ribbons that had been tied to trees, cars, lamp posts, benches and 
street signs, all the way to the cemetery.

<http://recend.apextech.netdna-cdn.com/images/2011/09/09/1408171_9.jpg>*Honor 
guard for Albizu Campos in San Juan, Puerto Rico*

The streets were also filled with mourners, paying their last respects 
to a fallen hero.

<https://waragainstallpuertoricans.files.wordpress.com/2015/01/sepelio.jpg>

His burial was officiated by Bishop Antulio Parilla and two priests, 
each representing the three largest cathedrals in Puerto Rico.

Funeral Ceremonies Pedro Albizu Campos 
<https://waragainstallpuertoricans.files.wordpress.com/2015/01/funeral-ceremonies-pedro-albizu-campos.jpg>*Funeral 
ceremonies for Pedro Albizu Campos*

On the evening of April 25, 1965, in the Santa María Magdalena de 
Pazzis Cemetery in Old San Juan, Pedro Albizu Campos was finally laid to 
rest.

Remembrance and Legacy

*Remembrance and Legacy*

Over the fifty years following his death, parks and plazas have been 
named after Albizu Campos, all throughout Puerto Rico. Nearly every 
municipality has a /Calle Pedro Albizu Campos/ (Pedro Albizu Campos 
Street).  Five public schools were named after him.

In his hometown of Ponce, the /Parque Pedro Albizu Campos/ (Pedro Albizu 
Campos Park) contains a life-size statue of him, and annual memorial 
services are held there on his birthday. In the town of Salinas there is 
a /Plaza Monumento Don //Pedro Albizu Campos/ – a plaza and a nine-foot 
statue dedicated to his memory.

Schools and community centers were also named after Albizu Campos in New 
York City and Chicago.

Annual parades are held in his honor, both in Puerto Rico and the 
mainland United States.

Annual parades are held in his honor, both in Puerto Rico and the 
mainland United States 
<https://waragainstallpuertoricans.files.wordpress.com/2015/01/annual-parades-are-held-in-his-honor-both-in-puerto-rico-and-the-mainland-united-states1.jpg>

Albizu Campos will always be remembered as one of the great patriots in 
Puerto Rican history – who bravely and eloquently reminded the United 
States of their own founding principles, and spent 25 years in jail for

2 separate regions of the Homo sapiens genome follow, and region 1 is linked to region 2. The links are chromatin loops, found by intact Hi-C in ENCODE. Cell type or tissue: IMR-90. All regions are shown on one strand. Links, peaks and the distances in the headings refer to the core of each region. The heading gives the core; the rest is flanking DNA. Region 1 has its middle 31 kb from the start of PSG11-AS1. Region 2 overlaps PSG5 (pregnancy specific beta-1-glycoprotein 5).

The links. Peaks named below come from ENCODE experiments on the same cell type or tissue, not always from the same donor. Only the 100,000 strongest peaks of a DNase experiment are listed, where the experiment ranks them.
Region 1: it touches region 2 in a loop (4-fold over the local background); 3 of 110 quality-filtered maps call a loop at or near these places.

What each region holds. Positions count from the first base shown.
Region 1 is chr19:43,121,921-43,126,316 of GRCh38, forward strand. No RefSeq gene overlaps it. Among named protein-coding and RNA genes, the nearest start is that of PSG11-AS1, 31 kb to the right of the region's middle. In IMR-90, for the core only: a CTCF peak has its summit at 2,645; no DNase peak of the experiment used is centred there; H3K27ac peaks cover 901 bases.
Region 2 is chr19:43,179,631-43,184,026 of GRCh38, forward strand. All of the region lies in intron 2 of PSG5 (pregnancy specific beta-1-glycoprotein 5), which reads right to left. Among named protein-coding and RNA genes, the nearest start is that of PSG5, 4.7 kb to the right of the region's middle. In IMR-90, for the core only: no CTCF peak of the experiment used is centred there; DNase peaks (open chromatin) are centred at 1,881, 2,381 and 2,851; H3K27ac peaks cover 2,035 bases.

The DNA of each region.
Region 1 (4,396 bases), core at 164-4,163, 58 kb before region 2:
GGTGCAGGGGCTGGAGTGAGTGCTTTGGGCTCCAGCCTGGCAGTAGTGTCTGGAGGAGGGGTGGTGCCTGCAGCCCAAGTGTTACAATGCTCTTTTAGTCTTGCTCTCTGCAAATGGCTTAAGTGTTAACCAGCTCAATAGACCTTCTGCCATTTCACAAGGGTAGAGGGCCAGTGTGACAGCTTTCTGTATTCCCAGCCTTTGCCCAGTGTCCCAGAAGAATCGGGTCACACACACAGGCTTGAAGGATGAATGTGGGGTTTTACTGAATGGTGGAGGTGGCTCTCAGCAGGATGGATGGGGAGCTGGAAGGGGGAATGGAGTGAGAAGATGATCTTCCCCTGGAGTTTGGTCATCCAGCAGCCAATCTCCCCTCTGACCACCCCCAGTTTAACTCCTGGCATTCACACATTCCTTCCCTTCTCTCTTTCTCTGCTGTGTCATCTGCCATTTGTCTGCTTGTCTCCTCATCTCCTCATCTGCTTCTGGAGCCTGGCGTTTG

doing so.

Throughout his entire life, he fought for the improvement of labor 
conditions for workers and /jíbaros/ (country people), for a more 
accurate assessment of the colonial relationship between Puerto Rico and 
the United States, and an awareness by the political establishment in 
Washington, D.C. of this colonial relationship. His legacy is that of a 
lifetime of sacrifice – for the building of a Puerto Rican nation.

It is a legacy of resistance to colonial rule.

Pedro Albizu Campos 
<https://waragainstallpuertoricans.files.wordpress.com/2015/01/pedro-albizu-campos.jpg>

*Selected Footnotes*

The following notes pertain to the Total Body Irradiation (TBI) 
procedure which the U.S. government inflicted on Pedro Albizu Campos, 
while imprisoned in La Princesa. It is a controversial area which 
deserves the fullest documentation and inquiry.

1. Subcommittee on Energy Conservation and Power, U.S. House of 
Representatives, “American Nuclear Guinea Pigs: Three Decades of 
Radiation Experiments on U.S. Citizens,” 99th Congress, 2nd Session, 
November 1986, pp. 1-17. 2. Philip J. Hilts, “U.S. to Settle for $4.8 
Million in Suits on Radiation Testing,” New York Times, November 20, 
1996. 3. “Count of Subjects in Radiation Experiments Is Raised to 
16,000,” New York Times, August 20, 1995. 4. Keith Schneider, “Secret 
Nuclear Research on People Comes to Light,” New York Times, December 17, 
1993. 5. Matthew L. Wald, “Rule Adopted to Prohibit Secret Tests on 
Humans,” New York Times, March 29, 1997. 6. Eileen Welsome, The 
Plutonium Files (New York: Random House, 1999). 7. Juan Gonzalez, “A 
Lonely Voice Finally Heard,” New York Daily News, January 12, 1994. 8. 
Pedro Aponte Vásquez, ¡Yo Acuso! Y lo que Pasó Despues (Bayamón, PR: 
Movimiento Ecuménico Nacional de P.R., Inc., 1985) 9. Howard L. 
Rosenberg, Atomic Soldiers: American Victims of Nuclear Experiments 
(Boston: Beacon Press, 1980).

*A much more extensive discussion, footnotes, citations, and 
bibliography all appear in the book /War Against All Puerto Ricans/ 
<http://www.amazon.com/War-Against-All-Puerto-Ricans/dp/1568585012>…*

-- Freedom Archives 522 Valencia Street San Francisco, CA 94110 415 
863.9977 www.freedomarchives.org